Diversity means adapting workplace strategies to cultural contexts.
Businesses and organizations are built on theories of change, which inform the strategies that are used to create change. This process of developing methods that inform how change will occur must be included in thinking about diversity since they are context specific. Strategies that have proven to be effective and have a positive impact in one workplace may not prove as much in another workplace. For example, according to Hofstede’s (2021) cultural dimensions, power distance is defined as “the extent to which the less powerful members of institutions and organizations within a country expect and accept that power is distributed unequally.” While India scores high on this cultural dimension (77), the United States scores fairly low (40).
Power distance plays a role in workplace strategy, such as in the way team meetings may be organized. A brainstorming meeting in the United States, in which employees and managers alike are asked to offer input may be deemed as culturally inappropriate in India, in which hierarchy and structure is highly valued. Thus, recognizing and appreciating a range of strategies that work best in each local context to achieve a common goal is a form of striving toward a truly diverse and inclusive workplace.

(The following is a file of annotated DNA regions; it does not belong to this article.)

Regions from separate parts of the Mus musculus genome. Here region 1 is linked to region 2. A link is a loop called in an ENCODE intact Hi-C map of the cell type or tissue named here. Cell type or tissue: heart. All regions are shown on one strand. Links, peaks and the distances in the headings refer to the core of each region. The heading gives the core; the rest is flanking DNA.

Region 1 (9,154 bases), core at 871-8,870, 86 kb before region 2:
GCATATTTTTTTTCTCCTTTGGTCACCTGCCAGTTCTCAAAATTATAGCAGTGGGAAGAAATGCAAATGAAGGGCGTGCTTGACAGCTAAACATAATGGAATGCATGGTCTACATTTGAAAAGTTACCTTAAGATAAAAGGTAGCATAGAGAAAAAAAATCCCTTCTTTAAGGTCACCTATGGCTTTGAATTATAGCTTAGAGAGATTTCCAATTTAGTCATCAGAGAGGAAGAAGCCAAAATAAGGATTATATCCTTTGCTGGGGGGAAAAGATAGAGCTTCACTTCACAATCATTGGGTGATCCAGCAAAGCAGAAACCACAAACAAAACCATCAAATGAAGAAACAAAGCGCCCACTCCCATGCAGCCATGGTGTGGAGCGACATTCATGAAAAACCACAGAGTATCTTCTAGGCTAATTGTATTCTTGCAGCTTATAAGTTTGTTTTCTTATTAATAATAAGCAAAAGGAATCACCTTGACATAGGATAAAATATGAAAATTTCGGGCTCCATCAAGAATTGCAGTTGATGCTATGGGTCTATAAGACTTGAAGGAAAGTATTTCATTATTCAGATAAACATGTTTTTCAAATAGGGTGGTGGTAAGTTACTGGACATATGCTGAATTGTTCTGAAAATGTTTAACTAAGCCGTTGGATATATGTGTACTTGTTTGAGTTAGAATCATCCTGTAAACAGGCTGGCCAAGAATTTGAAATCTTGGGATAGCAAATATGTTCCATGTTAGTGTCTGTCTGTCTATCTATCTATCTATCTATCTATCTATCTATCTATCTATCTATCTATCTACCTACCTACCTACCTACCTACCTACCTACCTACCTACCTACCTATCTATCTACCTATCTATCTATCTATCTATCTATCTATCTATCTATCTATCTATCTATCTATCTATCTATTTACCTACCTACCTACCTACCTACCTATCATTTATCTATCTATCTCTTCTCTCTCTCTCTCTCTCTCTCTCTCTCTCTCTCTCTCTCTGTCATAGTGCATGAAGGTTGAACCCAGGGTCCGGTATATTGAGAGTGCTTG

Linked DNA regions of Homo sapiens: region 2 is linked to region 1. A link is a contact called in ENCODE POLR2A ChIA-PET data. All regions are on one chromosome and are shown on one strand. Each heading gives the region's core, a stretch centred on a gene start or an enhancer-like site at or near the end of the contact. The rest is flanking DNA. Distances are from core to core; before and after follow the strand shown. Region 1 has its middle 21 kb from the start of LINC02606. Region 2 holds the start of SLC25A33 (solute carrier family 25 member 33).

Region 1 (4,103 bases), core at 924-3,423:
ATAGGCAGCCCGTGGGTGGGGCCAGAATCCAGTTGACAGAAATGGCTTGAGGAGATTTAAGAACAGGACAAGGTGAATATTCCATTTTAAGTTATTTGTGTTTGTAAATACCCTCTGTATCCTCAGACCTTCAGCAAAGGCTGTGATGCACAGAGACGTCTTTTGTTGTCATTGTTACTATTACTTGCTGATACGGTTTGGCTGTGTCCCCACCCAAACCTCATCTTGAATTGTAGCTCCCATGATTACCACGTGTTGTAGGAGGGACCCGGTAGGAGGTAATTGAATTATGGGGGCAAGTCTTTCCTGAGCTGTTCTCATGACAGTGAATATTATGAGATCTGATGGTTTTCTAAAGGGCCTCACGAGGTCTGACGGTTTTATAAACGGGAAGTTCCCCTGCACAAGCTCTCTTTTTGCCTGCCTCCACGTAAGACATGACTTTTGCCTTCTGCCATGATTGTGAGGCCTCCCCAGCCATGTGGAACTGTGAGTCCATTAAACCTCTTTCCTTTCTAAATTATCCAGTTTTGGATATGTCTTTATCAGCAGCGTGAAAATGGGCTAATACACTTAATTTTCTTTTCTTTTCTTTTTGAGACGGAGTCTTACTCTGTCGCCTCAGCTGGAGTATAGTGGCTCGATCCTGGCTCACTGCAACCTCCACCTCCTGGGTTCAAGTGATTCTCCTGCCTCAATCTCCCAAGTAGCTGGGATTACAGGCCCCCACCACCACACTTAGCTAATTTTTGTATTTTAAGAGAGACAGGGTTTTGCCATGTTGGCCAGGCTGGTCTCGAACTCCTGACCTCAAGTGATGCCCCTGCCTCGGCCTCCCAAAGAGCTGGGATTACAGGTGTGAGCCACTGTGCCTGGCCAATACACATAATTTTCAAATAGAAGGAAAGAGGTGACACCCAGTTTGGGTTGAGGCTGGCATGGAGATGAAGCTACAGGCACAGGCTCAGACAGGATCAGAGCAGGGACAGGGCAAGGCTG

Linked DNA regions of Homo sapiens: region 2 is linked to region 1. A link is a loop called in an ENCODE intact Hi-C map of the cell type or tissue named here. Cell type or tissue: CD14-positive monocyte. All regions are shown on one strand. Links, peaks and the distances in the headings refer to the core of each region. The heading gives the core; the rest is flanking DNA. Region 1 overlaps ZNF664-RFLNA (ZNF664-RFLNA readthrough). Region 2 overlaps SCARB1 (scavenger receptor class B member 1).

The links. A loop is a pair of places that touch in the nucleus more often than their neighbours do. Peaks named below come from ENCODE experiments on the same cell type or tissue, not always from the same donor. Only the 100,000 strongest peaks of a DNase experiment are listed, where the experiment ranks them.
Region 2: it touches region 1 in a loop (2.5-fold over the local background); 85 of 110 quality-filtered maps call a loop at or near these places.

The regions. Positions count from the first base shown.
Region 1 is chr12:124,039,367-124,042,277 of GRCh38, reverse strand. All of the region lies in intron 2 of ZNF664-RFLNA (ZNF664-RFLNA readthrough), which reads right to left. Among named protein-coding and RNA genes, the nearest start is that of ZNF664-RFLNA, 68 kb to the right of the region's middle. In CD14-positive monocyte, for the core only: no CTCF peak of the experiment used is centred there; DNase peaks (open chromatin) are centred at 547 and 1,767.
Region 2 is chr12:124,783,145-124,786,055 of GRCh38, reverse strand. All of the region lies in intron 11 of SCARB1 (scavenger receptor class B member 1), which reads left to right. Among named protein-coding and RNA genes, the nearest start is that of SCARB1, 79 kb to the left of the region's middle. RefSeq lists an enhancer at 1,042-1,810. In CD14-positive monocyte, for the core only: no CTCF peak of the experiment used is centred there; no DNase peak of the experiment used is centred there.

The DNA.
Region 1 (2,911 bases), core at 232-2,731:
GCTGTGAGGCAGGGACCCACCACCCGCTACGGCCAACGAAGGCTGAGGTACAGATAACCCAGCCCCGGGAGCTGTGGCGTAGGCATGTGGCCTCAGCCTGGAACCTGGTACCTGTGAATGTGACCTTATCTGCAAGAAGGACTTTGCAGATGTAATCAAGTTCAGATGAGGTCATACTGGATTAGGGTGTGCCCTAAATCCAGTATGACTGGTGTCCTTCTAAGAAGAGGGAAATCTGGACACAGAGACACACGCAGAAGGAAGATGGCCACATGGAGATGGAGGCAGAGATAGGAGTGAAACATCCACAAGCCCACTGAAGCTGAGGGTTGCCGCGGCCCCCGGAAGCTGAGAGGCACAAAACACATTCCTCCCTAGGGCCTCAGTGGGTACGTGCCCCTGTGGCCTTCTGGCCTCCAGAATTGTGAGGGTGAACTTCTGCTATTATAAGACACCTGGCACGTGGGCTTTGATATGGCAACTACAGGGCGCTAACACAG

Why focus so much of our time and energy into thinking deeply about what diversity truly means in our “glocal” world? Diversity has often been a measure of a gold star, a box that businesses and organizations check off. But doing so poses danger — to individuals, workplaces, and communities. Whereas onboarding youth, women, people of color, or other often marginalized groups onto our teams may be seen as a marker of creating diverse workplaces, it does not mean much unless we dig deeper and think about what it means for a manager to incorporate the ideas of a 22 year old, to replace universal approaches with differentiated and context-specific approaches, or to highlight collaboration in one office while appreciate the predictability of hierarchy in another. When we begin to question and rethink our own perceptions of diversity, while embracing global perspectives with local insights, then we will start appreciating the significance of diversity in a “glocal” world.
Written by: Alisha Parikh
Eager to make an impact in this world, Alisha is a passionate, fun-loving educator and activist for gender equity. Raised in the U.S., relocating to Belgium, with strong roots to her Indian heritage, she lives in a multilingual, multicultural world. Her experience of teaching in low-income communities, research on girls’ education, and role in advocacy efforts within nongovernmental organizations has motivated her to spark global change.
As a multi-awarded social enterprise, our aim, at ila, is to champion a purpose-driven and socially aware workforce. Our innovative tailored programs and world-class advisory team have extensive experience working with HR professionals, leadership teams and employees to champion a diverse and gender equal culture in the workplace.
Visit ila at https://www.ilageneration.com/home to find out more about us, the work we do and how we can help you in taking the first step towards a new way of working.